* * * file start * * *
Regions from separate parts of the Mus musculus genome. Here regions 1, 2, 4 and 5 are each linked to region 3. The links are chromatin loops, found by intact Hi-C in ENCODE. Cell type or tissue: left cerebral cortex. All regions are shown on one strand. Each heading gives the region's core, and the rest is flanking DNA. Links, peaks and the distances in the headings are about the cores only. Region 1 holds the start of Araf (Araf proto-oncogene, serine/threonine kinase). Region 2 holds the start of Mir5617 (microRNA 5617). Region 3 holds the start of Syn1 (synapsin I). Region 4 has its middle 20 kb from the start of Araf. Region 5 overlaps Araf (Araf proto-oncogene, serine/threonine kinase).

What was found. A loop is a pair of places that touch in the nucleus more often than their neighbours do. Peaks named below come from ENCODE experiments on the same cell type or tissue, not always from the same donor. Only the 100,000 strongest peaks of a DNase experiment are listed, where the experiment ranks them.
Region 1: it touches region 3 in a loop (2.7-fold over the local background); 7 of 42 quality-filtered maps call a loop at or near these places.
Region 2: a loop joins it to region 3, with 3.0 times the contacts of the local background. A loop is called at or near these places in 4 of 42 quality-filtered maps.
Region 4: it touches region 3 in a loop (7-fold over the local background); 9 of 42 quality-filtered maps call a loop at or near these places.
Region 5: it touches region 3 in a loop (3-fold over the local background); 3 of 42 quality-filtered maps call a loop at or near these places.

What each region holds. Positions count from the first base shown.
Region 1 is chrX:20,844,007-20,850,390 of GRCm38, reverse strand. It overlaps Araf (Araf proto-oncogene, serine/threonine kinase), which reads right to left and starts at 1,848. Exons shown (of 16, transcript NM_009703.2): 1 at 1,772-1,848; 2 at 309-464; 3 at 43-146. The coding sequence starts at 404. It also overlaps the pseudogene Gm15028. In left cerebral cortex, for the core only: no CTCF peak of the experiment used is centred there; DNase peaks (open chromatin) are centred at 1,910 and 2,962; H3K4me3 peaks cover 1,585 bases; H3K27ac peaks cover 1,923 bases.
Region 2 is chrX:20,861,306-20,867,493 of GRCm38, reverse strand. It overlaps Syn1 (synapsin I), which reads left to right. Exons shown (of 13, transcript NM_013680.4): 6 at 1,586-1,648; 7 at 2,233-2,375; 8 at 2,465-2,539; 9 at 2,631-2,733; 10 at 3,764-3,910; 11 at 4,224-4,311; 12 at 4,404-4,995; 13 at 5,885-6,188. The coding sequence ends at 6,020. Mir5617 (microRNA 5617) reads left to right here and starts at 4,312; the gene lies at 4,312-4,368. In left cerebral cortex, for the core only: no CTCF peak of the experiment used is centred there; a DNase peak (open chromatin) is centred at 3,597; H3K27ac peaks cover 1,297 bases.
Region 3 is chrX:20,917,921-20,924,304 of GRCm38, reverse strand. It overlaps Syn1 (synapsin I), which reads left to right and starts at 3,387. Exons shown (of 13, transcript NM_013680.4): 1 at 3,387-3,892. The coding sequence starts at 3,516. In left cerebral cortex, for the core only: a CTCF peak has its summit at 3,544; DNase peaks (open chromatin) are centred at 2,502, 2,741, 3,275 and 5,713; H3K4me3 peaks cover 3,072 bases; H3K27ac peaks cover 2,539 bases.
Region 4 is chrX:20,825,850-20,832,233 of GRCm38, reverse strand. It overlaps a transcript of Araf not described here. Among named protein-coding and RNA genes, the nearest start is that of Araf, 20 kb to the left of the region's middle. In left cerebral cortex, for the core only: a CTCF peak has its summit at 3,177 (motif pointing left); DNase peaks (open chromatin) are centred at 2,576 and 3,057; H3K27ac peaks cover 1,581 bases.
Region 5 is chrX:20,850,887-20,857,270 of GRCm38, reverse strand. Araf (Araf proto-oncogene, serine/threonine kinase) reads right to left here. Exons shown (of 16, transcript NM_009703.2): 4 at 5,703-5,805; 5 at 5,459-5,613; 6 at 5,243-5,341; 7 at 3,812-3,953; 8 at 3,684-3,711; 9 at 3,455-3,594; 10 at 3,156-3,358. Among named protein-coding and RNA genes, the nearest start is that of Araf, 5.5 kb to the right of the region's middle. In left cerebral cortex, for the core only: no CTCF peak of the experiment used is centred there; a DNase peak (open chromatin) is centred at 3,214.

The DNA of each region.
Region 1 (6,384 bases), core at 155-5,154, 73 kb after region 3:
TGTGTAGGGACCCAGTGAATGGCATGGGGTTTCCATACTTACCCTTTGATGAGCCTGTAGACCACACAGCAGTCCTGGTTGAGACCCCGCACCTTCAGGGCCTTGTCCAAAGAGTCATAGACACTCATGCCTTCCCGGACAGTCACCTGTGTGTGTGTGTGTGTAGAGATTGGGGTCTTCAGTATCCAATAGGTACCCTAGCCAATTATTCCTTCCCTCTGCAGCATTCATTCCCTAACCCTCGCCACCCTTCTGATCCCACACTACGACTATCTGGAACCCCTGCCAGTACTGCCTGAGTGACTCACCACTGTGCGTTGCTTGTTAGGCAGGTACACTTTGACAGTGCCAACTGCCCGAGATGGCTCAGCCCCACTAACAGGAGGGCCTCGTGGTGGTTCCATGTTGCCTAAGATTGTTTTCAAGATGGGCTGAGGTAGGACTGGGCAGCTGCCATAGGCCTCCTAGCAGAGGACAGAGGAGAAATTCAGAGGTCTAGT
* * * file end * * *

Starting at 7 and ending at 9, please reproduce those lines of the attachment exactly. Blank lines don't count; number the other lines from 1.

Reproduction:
What each region holds. Positions count from the first base shown.
Region 1 is chrX:20,844,007-20,850,390 of GRCm38, reverse strand. It overlaps Araf (Araf proto-oncogene, serine/threonine kinase), which reads right to left and starts at 1,848. Exons shown (of 16, transcript NM_009703.2): 1 at 1,772-1,848; 2 at 309-464; 3 at 43-146. The coding sequence starts at 404. It also overlaps the pseudogene Gm15028. In left cerebral cortex, for the core only: no CTCF peak of the experiment used is centred there; DNase peaks (open chromatin) are centred at 1,910 and 2,962; H3K4me3 peaks cover 1,585 bases; H3K27ac peaks cover 1,923 bases.
Region 2 is chrX:20,861,306-20,867,493 of GRCm38, reverse strand. It overlaps Syn1 (synapsin I), which reads left to right. Exons shown (of 13, transcript NM_013680.4): 6 at 1,586-1,648; 7 at 2,233-2,375; 8 at 2,465-2,539; 9 at 2,631-2,733; 10 at 3,764-3,910; 11 at 4,224-4,311; 12 at 4,404-4,995; 13 at 5,885-6,188. The coding sequence ends at 6,020. Mir5617 (microRNA 5617) reads left to right here and starts at 4,312; the gene lies at 4,312-4,368. In left cerebral cortex, for the core only: no CTCF peak of the experiment used is centred there; a DNase peak (open chromatin) is centred at 3,597; H3K27ac peaks cover 1,297 bases.